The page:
(L-R) Chris Hemsworth and Daniel Brühl in Rush. Joseph Gordon-Levitt and Scarlett Johansson in Don Jon. (Photos by Universal | Relativity Media)Don Jon
Directed by Joseph Gordon-Levitt
Starring: Joseph Gordon-Levitt, Scarlett Johansson, Julianne Moore, Glenne Headly, Tony Danza, Brie Larson, Rob Brown
Gordon-Levitt's baby—he writes, directs, and stars—is the story of a womanizing New Jersey guido who prefers porn to the real thing. Light-hearted and very funny at times, Don Jon boasts a great cast but doesn't exist in any kind of reality. Over-stylized and simplistic, Don Jon is a misfire for the actor/first-time director. Full Review.
See it? No.
Directed by Ron Howard
Starring: Chris Hemsworth, Daniel Brühl, Olivia Wilde, Alexandra Maria Lara, Natalie Dormer, Pierfrancesco Favino
The true story of Formula One rivals James Hunt and Niki Lauda is told effectively by Howard, the master of the linear narrative. The race scenes are thrilling and the human story behind what's on the track is even better. It's a genre film about two rivals who hate each other but grow to have a mutual respect over time. It's been done before, but Howard breathes new life into the formula. Full Review.
See it? Yes.
Cloudy with a Chance of Meatballs 2
Directed by Cody Cameron, Kris Pearn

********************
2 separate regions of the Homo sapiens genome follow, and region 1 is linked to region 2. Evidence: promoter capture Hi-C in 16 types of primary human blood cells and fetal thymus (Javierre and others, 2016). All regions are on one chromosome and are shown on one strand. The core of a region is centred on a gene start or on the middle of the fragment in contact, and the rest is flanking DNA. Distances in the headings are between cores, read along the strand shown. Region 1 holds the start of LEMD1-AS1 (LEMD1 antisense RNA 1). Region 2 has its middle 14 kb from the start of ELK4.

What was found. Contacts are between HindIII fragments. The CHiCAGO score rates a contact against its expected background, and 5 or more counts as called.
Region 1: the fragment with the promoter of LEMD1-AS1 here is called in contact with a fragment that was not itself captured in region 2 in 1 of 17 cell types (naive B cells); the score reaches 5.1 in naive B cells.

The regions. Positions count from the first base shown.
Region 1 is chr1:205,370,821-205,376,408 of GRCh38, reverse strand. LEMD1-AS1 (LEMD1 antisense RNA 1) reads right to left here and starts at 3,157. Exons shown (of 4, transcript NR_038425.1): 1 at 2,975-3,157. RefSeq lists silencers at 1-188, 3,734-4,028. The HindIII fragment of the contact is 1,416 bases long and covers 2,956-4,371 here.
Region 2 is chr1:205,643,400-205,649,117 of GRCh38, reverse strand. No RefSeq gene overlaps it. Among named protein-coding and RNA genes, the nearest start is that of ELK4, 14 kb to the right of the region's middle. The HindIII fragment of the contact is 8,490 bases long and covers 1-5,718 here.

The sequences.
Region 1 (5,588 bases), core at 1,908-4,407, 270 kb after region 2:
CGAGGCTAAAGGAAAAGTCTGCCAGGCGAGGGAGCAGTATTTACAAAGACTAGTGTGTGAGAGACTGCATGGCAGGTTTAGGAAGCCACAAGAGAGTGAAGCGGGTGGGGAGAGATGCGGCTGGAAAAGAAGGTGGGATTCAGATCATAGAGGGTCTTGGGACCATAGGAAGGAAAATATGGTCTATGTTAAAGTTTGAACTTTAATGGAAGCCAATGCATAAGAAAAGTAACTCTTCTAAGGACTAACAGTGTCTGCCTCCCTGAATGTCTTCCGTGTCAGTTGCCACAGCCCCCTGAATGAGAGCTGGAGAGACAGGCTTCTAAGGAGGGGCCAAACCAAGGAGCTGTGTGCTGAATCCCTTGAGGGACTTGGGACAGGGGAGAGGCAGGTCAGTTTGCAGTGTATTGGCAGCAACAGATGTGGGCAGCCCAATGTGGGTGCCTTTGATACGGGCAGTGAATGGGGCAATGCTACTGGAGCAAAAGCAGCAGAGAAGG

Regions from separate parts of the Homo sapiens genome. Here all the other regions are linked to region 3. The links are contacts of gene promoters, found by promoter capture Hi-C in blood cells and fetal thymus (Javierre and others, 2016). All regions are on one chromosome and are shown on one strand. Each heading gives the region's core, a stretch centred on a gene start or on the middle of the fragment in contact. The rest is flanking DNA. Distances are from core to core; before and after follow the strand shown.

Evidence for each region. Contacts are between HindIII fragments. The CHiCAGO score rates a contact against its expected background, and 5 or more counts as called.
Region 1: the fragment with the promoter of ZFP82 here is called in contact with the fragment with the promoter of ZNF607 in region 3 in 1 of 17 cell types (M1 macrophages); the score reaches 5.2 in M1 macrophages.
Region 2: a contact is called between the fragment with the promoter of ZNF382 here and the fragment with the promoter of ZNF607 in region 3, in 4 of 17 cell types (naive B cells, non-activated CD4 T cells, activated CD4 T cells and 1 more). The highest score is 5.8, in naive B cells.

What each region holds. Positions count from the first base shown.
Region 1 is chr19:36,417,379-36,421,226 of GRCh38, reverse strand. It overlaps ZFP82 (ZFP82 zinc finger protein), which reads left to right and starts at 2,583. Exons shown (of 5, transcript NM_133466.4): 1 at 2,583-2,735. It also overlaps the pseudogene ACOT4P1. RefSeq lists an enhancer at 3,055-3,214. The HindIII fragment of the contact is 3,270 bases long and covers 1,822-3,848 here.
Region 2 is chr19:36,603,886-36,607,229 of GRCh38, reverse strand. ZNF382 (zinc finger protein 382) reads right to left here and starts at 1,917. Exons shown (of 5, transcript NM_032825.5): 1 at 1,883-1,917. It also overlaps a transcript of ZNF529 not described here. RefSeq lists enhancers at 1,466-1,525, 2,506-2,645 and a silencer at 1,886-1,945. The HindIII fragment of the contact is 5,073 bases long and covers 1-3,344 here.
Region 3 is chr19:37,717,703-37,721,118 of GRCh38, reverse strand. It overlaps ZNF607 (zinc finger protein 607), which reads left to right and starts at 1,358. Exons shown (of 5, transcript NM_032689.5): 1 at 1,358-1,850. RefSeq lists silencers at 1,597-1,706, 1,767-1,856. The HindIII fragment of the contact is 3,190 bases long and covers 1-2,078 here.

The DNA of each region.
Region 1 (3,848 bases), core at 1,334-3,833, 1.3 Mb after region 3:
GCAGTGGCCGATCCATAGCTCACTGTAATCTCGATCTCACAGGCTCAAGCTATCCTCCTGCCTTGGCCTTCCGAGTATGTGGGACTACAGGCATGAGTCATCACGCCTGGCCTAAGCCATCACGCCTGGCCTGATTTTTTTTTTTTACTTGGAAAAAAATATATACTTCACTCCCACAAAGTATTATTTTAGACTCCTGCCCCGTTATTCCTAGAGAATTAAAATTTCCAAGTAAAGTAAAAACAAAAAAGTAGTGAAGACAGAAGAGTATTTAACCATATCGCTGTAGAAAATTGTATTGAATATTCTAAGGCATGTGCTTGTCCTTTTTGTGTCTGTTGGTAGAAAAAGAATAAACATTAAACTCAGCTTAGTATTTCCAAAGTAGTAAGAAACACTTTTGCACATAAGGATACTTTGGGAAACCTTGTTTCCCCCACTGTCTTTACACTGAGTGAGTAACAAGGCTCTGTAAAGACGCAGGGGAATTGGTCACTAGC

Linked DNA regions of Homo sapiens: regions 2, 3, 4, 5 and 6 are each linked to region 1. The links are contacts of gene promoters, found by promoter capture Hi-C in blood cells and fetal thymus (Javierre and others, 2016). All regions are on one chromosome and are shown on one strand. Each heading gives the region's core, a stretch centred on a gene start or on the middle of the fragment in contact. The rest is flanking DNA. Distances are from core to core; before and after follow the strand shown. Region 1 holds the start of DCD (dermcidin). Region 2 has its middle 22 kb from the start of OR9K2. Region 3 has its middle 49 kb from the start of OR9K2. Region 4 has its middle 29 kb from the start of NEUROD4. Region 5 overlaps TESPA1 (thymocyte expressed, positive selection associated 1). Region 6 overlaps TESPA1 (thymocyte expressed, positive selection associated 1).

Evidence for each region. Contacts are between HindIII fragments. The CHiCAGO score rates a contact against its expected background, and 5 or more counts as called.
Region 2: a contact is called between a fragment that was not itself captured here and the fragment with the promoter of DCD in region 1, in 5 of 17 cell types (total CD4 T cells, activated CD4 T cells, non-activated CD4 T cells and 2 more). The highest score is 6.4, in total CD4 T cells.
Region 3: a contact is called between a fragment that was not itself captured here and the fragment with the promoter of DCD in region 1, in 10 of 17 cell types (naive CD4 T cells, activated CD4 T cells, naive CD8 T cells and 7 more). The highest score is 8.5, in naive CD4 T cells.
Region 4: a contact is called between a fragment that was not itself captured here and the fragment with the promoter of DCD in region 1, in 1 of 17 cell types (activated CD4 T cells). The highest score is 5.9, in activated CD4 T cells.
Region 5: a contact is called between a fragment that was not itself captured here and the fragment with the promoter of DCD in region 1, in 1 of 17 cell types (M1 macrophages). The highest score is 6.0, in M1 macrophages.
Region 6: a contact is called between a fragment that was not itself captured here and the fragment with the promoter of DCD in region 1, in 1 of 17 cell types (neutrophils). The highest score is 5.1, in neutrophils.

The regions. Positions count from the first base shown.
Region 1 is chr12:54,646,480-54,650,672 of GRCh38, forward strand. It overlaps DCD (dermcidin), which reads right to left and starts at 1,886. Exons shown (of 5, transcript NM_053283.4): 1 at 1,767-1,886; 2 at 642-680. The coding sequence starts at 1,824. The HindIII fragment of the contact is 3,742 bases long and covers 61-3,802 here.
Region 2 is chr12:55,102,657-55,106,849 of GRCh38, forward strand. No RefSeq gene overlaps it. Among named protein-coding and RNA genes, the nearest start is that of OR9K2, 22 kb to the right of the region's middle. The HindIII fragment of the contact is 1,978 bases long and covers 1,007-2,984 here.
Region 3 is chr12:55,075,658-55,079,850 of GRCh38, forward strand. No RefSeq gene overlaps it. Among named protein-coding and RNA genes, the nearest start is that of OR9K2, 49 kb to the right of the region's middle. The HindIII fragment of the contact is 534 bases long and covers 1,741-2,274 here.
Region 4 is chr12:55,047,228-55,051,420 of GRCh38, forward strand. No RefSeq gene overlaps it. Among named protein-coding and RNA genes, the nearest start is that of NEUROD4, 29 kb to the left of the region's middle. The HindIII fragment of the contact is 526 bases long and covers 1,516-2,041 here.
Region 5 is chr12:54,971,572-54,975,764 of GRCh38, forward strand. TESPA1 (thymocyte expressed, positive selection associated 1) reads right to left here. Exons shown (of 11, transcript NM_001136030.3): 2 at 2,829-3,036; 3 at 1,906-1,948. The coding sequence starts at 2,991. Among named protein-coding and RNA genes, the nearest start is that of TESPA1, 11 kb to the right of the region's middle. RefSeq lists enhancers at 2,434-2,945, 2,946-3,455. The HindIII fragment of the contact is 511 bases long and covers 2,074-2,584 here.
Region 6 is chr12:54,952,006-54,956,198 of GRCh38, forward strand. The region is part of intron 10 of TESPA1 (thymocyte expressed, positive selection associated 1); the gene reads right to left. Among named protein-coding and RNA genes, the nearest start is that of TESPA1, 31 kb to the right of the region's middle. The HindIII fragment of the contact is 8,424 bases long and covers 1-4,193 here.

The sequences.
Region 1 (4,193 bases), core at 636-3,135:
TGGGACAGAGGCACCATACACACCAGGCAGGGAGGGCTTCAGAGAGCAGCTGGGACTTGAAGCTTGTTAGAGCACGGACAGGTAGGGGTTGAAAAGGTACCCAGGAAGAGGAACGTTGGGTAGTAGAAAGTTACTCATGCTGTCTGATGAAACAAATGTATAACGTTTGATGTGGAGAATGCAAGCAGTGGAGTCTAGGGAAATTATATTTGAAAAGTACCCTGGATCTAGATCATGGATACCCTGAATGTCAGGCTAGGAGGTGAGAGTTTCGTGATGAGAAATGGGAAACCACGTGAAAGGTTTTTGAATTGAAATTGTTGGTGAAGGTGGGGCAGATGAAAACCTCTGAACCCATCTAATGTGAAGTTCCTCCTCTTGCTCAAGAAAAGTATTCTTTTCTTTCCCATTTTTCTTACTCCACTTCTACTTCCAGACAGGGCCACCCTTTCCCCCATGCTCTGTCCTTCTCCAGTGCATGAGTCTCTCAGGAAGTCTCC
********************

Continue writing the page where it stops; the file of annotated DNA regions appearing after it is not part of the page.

Starring: Bill Hader, Anna Faris, Will Forte, Neil Patrick Harris
Flint Lockwood has another crisis on his hands when he discovers his well-known machine is still functional and is creating monstrous food animals. This sequel is almost exactly like the original but those food monsters definitely look cool.
See it? Sure.
Directed by David E. Talbert
Starring: Paula Patton, Taye Diggs, Jill Scott, Djimon Hounsou, Trey Songz, Derek Luke, Lala Anthony, Adam Brody, Tia Mowry
Baggage Claim follows Patton as a flight attendant who promises herself she won't be the only unmarried woman in her family and sets off on a 30 day, 30,000 mile expedition to find Mr. Right. While the plot is tired and the "unmarried woman who needs a man" character shows up only every other month in the movies, the strangest part about Baggage Claim is how someone who looks like Paula Patton needs any help in the romance department.
See it? No.
We Are What We Are [Limited]
Directed by Jim Mickle
Starring: Bill Sage, Ambyr Childers, Julia Garner, Wyatt Russell
Mulberry Street indie horror director Jim Mickle returns here with a tale about a ritualistic family living alone in the woods. When a huge storm rolls through the area, some family members are forced to do more than just pick up the groceries. There's something sinister going on here and it rhymes with "shmannabalism."
See it? Sure.